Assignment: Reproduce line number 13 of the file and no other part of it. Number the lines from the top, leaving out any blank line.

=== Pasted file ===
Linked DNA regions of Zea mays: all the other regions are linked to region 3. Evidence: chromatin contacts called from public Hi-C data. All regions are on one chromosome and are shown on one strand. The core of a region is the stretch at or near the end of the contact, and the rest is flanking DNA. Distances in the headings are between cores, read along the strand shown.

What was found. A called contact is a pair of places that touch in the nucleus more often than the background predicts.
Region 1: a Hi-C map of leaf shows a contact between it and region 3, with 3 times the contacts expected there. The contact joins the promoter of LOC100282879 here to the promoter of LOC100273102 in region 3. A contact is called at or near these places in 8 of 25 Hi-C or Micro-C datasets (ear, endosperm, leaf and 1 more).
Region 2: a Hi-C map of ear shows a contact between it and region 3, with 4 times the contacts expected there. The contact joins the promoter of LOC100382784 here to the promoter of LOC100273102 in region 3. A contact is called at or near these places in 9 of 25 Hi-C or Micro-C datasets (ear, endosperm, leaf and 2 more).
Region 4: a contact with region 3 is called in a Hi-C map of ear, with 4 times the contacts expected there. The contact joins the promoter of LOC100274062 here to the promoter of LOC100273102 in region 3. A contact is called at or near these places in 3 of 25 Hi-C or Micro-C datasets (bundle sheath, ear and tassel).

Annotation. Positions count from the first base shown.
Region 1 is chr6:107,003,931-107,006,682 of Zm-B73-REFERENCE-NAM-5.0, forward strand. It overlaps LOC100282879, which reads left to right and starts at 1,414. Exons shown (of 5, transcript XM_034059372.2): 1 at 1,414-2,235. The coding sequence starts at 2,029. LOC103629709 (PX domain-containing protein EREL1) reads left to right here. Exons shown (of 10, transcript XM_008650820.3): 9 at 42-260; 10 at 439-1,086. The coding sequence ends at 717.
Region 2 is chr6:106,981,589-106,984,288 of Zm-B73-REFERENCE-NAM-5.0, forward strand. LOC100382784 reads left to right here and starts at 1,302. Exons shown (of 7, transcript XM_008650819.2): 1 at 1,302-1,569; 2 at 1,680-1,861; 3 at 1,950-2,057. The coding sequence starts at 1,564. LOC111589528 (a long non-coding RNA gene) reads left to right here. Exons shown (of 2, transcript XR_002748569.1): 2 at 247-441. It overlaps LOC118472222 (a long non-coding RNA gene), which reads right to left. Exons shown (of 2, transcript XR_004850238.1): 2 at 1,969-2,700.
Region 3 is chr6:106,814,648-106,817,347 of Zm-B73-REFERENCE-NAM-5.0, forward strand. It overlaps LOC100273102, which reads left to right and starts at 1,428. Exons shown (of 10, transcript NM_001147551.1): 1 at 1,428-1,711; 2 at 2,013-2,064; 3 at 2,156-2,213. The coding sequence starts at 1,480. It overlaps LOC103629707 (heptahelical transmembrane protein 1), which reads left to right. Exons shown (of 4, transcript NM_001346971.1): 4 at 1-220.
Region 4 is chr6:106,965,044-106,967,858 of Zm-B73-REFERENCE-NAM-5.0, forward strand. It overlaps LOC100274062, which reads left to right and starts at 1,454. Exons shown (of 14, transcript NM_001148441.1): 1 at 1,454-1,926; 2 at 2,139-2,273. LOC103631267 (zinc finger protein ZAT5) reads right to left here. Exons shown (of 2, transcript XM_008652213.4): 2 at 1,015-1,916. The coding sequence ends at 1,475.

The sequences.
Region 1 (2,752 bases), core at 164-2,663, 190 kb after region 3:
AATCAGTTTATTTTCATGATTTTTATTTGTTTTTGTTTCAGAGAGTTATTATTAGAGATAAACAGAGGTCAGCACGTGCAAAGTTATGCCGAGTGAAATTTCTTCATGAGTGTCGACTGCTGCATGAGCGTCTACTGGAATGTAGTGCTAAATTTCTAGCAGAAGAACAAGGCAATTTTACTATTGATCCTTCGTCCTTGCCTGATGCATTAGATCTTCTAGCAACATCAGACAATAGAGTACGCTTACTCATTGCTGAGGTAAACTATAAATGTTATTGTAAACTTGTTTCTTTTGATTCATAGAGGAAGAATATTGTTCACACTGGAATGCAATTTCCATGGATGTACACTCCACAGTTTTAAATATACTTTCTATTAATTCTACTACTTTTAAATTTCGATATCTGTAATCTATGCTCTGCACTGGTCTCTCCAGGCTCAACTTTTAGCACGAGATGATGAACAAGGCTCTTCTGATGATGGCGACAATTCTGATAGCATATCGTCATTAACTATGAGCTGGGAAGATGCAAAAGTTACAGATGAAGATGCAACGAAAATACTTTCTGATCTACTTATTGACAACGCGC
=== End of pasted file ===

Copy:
AATCAGTTTATTTTCATGATTTTTATTTGTTTTTGTTTCAGAGAGTTATTATTAGAGATAAACAGAGGTCAGCACGTGCAAAGTTATGCCGAGTGAAATTTCTTCATGAGTGTCGACTGCTGCATGAGCGTCTACTGGAATGTAGTGCTAAATTTCTAGCAGAAGAACAAGGCAATTTTACTATTGATCCTTCGTCCTTGCCTGATGCATTAGATCTTCTAGCAACATCAGACAATAGAGTACGCTTACTCATTGCTGAGGTAAACTATAAATGTTATTGTAAACTTGTTTCTTTTGATTCATAGAGGAAGAATATTGTTCACACTGGAATGCAATTTCCATGGATGTACACTCCACAGTTTTAAATATACTTTCTATTAATTCTACTACTTTTAAATTTCGATATCTGTAATCTATGCTCTGCACTGGTCTCTCCAGGCTCAACTTTTAGCACGAGATGATGAACAAGGCTCTTCTGATGATGGCGACAATTCTGATAGCATATCGTCATTAACTATGAGCTGGGAAGATGCAAAAGTTACAGATGAAGATGCAACGAAAATACTTTCTGATCTACTTATTGACAACGCGC